Norway’s army also employed the Madsen against the Germans in the Norwegian Campaign. Many of the Danish and Norwegian Madsen LMGs were subsequently used by German forces by second-line units, notably throughout the occupied Denmark and Norway.

Aging, but Respected

The Netherlands had been an early adopter of the Madsen, but by the outbreak of the Second World War it had been relegated to units of the Royal Netherlands East Indies Army. It was thus employed against the Imperial Japanese Navy Landing Forces, which captured and then used small numbers of Madsens. As with the captured weapons employed by Nazi Germany, the Japanese forces used those firearms with second-line troops. A greater issue for the Japanese was the supply of ammunition.


Madsen mounted on a tripod
Equally as innovative as the actual firearm was the tripod, which the Danish military developed during the interwar era. It was the first such tripod to feature “soft recoil.” Image: Author’s photo

The Japanese also likely faced the weapon in its campaign in China, as the Chinese Nationalists had acquired thousands of the LMGs in the 1920s and 1930s.

Following the Second World War, the Portuguese Army continued to employ the Madsen in its Colonial Wars of the 1960s and 1970s, and it served as the primary armament for its Auto-Metralhadora-Daimler 4×4 Mod.F/64 armored cars. Many of the non-functional “dummy” or “display” guns that have been sold in the United States in recent years are from Portuguese contracts.

The Final Wars of the Madsen

As both El Salvador’s and Honduras’ militaries used the Madsen, it is possible at least a few saw use in the brief Football War (aka the Hundred Hours’ War) that was fought between the two Latin American nations from July 14-18, 1969.


Madsen trigger assembly
A close of the remote trigger mechanism and the selector switch for safe, semi-automatic, and full-automatic fire. Image: Author’s photo

The final use of the Madsen in combat may have been in Brazil, which first adopted the LMG in the 1930s, and continued to issue it to military police units as recently as 2018. It had been favored for its reliability and intimidating sound due to its unique action, and it was used initially against “cangaceiros” bandit groups in the country’s northeast and more recently against drug traffickers.

The Madsen Tripod

Any spotlight on the Danish LMG would be incomplete without a mention of its tripod. The Madsen was developed as a light machine gun, but in many ways went on to become a proto-general purpose machine gun as it could be employed on the unique tripod that was developed during the inter-war era.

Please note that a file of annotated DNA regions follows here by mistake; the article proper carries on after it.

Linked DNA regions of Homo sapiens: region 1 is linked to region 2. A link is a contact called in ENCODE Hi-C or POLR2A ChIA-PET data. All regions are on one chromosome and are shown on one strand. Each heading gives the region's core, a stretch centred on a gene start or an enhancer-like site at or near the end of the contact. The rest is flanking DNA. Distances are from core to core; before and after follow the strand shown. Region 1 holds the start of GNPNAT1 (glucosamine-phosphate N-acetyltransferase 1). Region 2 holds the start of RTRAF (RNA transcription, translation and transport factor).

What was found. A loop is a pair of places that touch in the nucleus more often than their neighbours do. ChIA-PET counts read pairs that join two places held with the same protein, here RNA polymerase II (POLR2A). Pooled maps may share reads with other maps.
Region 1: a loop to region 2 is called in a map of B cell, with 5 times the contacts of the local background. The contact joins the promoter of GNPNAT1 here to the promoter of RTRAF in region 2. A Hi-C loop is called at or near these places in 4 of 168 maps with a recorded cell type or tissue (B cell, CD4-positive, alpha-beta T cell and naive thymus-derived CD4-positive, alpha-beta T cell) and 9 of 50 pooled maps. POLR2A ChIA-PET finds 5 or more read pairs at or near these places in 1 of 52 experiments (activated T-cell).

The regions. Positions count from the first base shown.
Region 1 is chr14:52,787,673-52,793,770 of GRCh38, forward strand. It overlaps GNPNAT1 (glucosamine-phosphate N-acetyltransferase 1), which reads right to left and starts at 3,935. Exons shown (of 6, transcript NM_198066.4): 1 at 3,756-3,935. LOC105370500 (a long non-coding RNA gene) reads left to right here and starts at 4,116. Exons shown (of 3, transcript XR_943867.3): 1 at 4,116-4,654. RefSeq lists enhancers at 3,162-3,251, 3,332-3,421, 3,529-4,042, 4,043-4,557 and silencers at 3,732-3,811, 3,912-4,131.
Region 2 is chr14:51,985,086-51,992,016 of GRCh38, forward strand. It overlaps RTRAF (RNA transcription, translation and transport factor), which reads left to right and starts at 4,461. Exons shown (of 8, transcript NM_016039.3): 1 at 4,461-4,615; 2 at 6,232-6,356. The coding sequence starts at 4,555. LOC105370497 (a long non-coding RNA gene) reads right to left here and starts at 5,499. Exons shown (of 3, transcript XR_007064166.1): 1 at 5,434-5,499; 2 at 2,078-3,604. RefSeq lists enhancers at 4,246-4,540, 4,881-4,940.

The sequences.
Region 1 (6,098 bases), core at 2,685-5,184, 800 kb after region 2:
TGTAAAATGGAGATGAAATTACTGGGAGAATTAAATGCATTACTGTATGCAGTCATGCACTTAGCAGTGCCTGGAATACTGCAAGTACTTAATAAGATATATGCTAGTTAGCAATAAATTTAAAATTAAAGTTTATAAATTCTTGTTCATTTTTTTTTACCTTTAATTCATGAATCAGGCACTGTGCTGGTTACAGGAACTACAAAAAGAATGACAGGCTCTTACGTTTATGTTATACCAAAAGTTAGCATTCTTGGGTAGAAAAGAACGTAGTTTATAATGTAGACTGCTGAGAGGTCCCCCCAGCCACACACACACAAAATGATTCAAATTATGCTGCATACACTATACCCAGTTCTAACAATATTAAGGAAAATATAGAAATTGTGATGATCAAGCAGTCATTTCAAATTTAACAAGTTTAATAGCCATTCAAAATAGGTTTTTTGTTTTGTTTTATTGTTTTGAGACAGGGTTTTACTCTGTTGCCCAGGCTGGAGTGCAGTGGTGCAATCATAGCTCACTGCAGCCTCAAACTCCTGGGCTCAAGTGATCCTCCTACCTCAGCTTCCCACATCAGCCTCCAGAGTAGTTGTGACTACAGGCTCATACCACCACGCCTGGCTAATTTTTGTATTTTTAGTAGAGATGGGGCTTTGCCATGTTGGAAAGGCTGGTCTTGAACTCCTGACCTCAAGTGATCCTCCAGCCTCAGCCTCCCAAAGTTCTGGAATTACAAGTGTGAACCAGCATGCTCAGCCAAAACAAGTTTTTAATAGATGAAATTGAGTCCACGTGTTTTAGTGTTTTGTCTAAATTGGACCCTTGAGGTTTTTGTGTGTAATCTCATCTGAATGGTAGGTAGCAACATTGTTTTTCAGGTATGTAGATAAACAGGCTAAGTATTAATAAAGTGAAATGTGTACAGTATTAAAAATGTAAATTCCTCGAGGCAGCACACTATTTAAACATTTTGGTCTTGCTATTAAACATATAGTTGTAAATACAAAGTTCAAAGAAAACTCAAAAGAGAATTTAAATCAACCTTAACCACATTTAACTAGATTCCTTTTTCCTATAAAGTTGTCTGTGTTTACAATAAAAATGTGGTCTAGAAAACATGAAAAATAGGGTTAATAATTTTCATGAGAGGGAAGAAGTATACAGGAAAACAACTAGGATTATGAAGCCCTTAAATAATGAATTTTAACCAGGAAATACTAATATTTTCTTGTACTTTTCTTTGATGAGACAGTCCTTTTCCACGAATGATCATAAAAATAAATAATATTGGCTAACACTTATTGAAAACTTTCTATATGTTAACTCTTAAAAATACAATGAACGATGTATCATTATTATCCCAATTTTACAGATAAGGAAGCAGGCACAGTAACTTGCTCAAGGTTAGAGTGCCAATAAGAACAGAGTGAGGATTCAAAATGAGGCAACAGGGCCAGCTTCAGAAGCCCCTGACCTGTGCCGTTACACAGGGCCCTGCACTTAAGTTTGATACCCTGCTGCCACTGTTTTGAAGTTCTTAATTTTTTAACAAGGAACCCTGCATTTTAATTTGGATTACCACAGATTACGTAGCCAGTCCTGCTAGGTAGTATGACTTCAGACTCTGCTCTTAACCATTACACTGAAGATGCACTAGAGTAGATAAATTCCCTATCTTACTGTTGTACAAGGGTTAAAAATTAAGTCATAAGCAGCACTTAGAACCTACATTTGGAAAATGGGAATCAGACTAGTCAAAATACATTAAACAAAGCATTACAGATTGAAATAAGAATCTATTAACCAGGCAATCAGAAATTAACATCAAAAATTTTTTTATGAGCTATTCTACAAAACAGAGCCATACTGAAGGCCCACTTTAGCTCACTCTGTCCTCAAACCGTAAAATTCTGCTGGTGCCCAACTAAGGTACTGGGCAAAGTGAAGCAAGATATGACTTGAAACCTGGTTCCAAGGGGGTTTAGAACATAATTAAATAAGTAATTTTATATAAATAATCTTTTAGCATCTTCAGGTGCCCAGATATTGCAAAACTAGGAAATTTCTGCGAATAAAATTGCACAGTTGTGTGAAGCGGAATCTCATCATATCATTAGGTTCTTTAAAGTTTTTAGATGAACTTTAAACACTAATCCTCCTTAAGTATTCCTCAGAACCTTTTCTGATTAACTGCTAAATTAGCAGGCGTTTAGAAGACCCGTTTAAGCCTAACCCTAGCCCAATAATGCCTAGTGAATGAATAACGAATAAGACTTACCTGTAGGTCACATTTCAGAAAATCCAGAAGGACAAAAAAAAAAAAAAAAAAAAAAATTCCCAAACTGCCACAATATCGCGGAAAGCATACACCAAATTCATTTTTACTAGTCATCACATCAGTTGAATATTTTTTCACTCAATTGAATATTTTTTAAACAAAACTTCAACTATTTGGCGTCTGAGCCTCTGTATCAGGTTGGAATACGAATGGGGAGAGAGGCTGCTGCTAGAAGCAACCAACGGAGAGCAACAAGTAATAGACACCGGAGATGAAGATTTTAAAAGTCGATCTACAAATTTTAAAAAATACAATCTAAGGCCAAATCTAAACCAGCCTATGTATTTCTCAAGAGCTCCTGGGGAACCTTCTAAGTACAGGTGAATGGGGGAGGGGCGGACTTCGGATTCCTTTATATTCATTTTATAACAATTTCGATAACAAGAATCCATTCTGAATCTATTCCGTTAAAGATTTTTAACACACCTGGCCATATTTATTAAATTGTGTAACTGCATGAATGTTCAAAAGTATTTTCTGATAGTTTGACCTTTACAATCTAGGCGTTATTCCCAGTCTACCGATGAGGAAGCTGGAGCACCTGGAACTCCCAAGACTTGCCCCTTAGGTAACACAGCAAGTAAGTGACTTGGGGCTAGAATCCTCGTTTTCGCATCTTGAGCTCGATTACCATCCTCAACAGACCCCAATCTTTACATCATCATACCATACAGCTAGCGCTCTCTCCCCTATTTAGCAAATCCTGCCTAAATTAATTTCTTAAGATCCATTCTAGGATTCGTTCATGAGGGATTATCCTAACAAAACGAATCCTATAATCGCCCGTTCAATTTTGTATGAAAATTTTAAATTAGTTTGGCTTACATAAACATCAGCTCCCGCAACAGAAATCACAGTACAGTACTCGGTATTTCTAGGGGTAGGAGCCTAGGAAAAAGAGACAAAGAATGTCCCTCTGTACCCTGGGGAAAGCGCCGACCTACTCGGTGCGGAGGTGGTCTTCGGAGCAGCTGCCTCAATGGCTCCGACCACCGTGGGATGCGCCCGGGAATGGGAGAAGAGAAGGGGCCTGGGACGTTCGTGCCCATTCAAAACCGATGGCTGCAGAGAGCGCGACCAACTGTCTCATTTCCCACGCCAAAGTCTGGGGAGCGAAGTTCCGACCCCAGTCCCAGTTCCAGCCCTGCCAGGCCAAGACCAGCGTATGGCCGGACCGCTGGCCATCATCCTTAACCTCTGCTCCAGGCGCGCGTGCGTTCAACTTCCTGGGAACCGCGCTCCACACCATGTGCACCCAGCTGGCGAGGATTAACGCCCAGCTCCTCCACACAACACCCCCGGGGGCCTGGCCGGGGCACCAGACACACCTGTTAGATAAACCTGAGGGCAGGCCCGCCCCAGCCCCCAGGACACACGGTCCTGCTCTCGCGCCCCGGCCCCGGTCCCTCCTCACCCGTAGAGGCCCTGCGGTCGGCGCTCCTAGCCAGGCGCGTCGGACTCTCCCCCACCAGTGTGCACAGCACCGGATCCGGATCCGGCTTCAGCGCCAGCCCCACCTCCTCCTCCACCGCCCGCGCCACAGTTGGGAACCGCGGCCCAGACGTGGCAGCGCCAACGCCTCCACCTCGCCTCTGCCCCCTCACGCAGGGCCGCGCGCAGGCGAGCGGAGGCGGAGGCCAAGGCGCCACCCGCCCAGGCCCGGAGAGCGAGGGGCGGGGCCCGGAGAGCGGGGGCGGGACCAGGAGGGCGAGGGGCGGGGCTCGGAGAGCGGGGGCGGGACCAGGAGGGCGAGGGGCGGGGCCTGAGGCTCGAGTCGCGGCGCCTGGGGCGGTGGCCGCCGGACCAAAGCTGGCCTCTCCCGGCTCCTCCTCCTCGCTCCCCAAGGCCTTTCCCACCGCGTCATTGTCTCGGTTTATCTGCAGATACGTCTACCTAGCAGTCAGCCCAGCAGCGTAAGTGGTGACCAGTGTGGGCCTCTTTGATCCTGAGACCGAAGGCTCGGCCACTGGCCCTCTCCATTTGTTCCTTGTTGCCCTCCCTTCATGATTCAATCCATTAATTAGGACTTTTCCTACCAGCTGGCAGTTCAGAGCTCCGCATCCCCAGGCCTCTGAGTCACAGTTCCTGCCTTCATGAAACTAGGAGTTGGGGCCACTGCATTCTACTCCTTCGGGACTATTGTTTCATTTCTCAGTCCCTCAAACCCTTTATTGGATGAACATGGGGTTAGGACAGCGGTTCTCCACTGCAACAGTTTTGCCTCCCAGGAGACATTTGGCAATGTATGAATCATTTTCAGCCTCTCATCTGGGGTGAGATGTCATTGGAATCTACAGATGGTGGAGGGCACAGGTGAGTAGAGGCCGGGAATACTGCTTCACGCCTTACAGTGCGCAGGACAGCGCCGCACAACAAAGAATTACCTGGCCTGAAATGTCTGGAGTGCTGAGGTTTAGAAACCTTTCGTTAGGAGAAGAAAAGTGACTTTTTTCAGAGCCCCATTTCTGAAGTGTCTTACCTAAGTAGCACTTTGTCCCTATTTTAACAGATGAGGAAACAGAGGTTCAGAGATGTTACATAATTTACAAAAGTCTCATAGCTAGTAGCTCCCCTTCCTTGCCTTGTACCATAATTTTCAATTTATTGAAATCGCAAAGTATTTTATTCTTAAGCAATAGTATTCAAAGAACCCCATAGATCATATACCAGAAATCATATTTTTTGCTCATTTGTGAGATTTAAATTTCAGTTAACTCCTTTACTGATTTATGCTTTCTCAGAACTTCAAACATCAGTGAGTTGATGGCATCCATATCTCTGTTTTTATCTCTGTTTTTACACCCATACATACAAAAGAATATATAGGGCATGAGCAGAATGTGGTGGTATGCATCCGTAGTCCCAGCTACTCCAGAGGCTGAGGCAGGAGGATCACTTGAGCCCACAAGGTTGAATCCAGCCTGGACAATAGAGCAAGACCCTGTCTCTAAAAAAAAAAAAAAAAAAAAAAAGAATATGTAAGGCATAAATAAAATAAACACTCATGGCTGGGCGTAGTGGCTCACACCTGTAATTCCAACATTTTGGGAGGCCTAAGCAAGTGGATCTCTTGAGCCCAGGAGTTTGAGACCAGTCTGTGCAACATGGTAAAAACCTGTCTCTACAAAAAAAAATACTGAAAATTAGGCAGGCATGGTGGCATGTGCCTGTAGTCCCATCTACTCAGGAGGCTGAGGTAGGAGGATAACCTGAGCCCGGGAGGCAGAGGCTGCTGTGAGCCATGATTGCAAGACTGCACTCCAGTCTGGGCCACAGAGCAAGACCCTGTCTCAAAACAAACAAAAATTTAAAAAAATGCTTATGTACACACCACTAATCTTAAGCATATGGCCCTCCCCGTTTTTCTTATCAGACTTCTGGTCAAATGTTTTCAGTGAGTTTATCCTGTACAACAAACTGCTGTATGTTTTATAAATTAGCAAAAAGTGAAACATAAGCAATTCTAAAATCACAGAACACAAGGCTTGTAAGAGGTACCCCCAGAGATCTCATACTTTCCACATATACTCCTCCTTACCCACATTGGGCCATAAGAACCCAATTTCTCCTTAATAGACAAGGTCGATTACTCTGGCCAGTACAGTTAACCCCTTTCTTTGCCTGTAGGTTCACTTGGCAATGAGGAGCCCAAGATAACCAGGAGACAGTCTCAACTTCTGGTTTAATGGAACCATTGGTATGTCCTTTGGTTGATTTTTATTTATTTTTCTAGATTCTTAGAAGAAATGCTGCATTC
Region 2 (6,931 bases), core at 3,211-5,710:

Madsen tripod detail
A view of the monopod that held the rear of the light machine gun in place and the grip for the remote trigger. Image: Author’s photo

It was the first machine gun mount to incorporate “soft recoil” that greatly reduced or even eliminated the effect of the firearm’s recoil on accuracy. It allowed the weapon to recoil straight back against a spring that returned the LMG to its original position, while it also enabled the weapon to be fired via a remote trigger. These features were copied by the Germans with the MG34/MG42 “Lafette” tripods.

The Madsen tripods mainly saw use with Danish forces but were “adopted” for use by the German military during World War II, while Portugal also acquired a number for use in its fortified positions in its African colonies.

Legacy of the Madsen

The Madsen light machine gun is a weapon that is more than 120 years old, and yet it has been rarely seen in popular culture — appearing in fewer than a dozen movies. It stood in for the Japanese Type 99 in at least a few films, but it had a nearly “starring role” in the 2015 Danish film April 9, which chronicled the aforementioned events of April 9, 1940, German invasion of Denmark.


Madsen in April 9
A scene from 2015 Danish-made film April 9, which chronicled the Danish Army’s brief attempt to halt the Nazi invasion on April 9, 1940. A Danish soldier is armed with the Madsen. Image: Nordisk Film

It was an innovative firearm that featured a unique action that was seen in no other firearm. And while it was overshadowed by other small arms throughout the past century, it is a weapon that was reliable — seeing service around the globe.